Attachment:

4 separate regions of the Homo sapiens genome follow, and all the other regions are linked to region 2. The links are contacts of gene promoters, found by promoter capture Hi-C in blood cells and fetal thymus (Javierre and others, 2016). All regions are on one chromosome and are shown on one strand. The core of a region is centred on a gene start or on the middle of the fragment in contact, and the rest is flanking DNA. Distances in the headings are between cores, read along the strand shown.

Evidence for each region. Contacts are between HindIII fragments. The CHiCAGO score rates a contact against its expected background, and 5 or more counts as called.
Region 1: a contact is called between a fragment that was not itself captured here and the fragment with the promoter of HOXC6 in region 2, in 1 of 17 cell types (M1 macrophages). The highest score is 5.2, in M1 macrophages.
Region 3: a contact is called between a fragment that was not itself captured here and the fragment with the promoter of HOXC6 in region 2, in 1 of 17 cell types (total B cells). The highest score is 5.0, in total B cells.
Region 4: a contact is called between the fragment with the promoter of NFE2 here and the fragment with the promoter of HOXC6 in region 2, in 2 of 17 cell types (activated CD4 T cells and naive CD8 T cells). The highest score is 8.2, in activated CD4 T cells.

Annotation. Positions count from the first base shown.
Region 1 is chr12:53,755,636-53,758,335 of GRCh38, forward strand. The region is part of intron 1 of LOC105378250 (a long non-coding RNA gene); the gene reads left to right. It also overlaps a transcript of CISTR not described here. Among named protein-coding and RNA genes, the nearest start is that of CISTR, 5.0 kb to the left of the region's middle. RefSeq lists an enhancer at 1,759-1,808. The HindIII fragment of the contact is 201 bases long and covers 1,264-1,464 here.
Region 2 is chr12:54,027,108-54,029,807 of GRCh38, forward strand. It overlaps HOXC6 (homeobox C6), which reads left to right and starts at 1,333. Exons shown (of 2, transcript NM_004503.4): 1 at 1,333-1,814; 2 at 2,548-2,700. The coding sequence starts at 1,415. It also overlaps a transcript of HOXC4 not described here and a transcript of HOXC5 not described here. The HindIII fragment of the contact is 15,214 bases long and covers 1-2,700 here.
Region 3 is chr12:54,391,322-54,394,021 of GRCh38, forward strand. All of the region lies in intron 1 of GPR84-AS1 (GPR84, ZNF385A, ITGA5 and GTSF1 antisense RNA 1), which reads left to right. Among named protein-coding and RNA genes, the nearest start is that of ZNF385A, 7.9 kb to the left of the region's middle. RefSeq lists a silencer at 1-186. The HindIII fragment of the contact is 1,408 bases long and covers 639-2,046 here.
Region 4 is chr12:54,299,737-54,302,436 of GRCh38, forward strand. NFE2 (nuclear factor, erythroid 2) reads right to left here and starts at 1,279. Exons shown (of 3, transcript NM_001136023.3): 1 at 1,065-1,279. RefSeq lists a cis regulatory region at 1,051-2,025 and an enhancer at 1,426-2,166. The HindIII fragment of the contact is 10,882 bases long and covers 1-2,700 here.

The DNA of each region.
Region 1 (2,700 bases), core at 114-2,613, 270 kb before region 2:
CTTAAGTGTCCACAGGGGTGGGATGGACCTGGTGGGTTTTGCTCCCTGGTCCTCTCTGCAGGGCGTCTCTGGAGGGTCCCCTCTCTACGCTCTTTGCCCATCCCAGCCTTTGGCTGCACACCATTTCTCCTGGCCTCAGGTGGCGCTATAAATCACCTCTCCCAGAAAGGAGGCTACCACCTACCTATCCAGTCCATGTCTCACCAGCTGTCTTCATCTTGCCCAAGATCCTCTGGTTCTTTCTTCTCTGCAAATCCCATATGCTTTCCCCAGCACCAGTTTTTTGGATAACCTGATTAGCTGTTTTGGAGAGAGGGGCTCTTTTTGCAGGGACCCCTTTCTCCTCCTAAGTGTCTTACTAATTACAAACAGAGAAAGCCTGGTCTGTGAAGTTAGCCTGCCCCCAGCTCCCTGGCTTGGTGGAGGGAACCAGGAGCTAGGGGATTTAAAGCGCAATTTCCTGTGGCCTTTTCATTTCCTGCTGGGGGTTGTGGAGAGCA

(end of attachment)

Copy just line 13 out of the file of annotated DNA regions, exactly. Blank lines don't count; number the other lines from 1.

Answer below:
CTTAAGTGTCCACAGGGGTGGGATGGACCTGGTGGGTTTTGCTCCCTGGTCCTCTCTGCAGGGCGTCTCTGGAGGGTCCCCTCTCTACGCTCTTTGCCCATCCCAGCCTTTGGCTGCACACCATTTCTCCTGGCCTCAGGTGGCGCTATAAATCACCTCTCCCAGAAAGGAGGCTACCACCTACCTATCCAGTCCATGTCTCACCAGCTGTCTTCATCTTGCCCAAGATCCTCTGGTTCTTTCTTCTCTGCAAATCCCATATGCTTTCCCCAGCACCAGTTTTTTGGATAACCTGATTAGCTGTTTTGGAGAGAGGGGCTCTTTTTGCAGGGACCCCTTTCTCCTCCTAAGTGTCTTACTAATTACAAACAGAGAAAGCCTGGTCTGTGAAGTTAGCCTGCCCCCAGCTCCCTGGCTTGGTGGAGGGAACCAGGAGCTAGGGGATTTAAAGCGCAATTTCCTGTGGCCTTTTCATTTCCTGCTGGGGGTTGTGGAGAGCA